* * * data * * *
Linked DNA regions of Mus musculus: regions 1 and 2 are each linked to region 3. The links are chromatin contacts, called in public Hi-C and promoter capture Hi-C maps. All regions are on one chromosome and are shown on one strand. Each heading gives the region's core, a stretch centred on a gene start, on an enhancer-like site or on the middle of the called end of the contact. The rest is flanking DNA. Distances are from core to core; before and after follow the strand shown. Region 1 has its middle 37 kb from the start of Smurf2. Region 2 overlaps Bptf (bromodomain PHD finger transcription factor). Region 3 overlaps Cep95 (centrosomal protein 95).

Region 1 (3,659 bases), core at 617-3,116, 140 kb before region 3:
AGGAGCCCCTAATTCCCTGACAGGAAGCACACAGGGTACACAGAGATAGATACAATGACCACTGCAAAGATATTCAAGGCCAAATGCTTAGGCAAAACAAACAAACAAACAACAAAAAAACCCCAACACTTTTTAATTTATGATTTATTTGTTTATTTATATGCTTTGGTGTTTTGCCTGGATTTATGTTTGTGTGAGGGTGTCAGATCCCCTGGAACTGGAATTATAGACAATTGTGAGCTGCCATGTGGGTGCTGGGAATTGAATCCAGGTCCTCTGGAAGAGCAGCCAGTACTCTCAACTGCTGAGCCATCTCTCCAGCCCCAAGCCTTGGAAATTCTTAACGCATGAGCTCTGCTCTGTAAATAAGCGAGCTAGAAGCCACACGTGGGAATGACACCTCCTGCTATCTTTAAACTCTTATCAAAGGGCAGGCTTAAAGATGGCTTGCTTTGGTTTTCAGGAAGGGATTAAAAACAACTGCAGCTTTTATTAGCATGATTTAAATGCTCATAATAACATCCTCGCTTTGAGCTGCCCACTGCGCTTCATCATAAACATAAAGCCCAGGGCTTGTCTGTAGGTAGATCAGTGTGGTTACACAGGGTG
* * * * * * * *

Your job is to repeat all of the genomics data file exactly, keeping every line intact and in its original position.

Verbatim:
Linked DNA regions of Mus musculus: regions 1 and 2 are each linked to region 3. The links are chromatin contacts, called in public Hi-C and promoter capture Hi-C maps. All regions are on one chromosome and are shown on one strand. Each heading gives the region's core, a stretch centred on a gene start, on an enhancer-like site or on the middle of the called end of the contact. The rest is flanking DNA. Distances are from core to core; before and after follow the strand shown. Region 1 has its middle 37 kb from the start of Smurf2. Region 2 overlaps Bptf (bromodomain PHD finger transcription factor). Region 3 overlaps Cep95 (centrosomal protein 95).

Region 1 (3,659 bases), core at 617-3,116, 140 kb before region 3:
AGGAGCCCCTAATTCCCTGACAGGAAGCACACAGGGTACACAGAGATAGATACAATGACCACTGCAAAGATATTCAAGGCCAAATGCTTAGGCAAAACAAACAAACAAACAACAAAAAAACCCCAACACTTTTTAATTTATGATTTATTTGTTTATTTATATGCTTTGGTGTTTTGCCTGGATTTATGTTTGTGTGAGGGTGTCAGATCCCCTGGAACTGGAATTATAGACAATTGTGAGCTGCCATGTGGGTGCTGGGAATTGAATCCAGGTCCTCTGGAAGAGCAGCCAGTACTCTCAACTGCTGAGCCATCTCTCCAGCCCCAAGCCTTGGAAATTCTTAACGCATGAGCTCTGCTCTGTAAATAAGCGAGCTAGAAGCCACACGTGGGAATGACACCTCCTGCTATCTTTAAACTCTTATCAAAGGGCAGGCTTAAAGATGGCTTGCTTTGGTTTTCAGGAAGGGATTAAAAACAACTGCAGCTTTTATTAGCATGATTTAAATGCTCATAATAACATCCTCGCTTTGAGCTGCCCACTGCGCTTCATCATAAACATAAAGCCCAGGGCTTGTCTGTAGGTAGATCAGTGTGGTTACACAGGGTG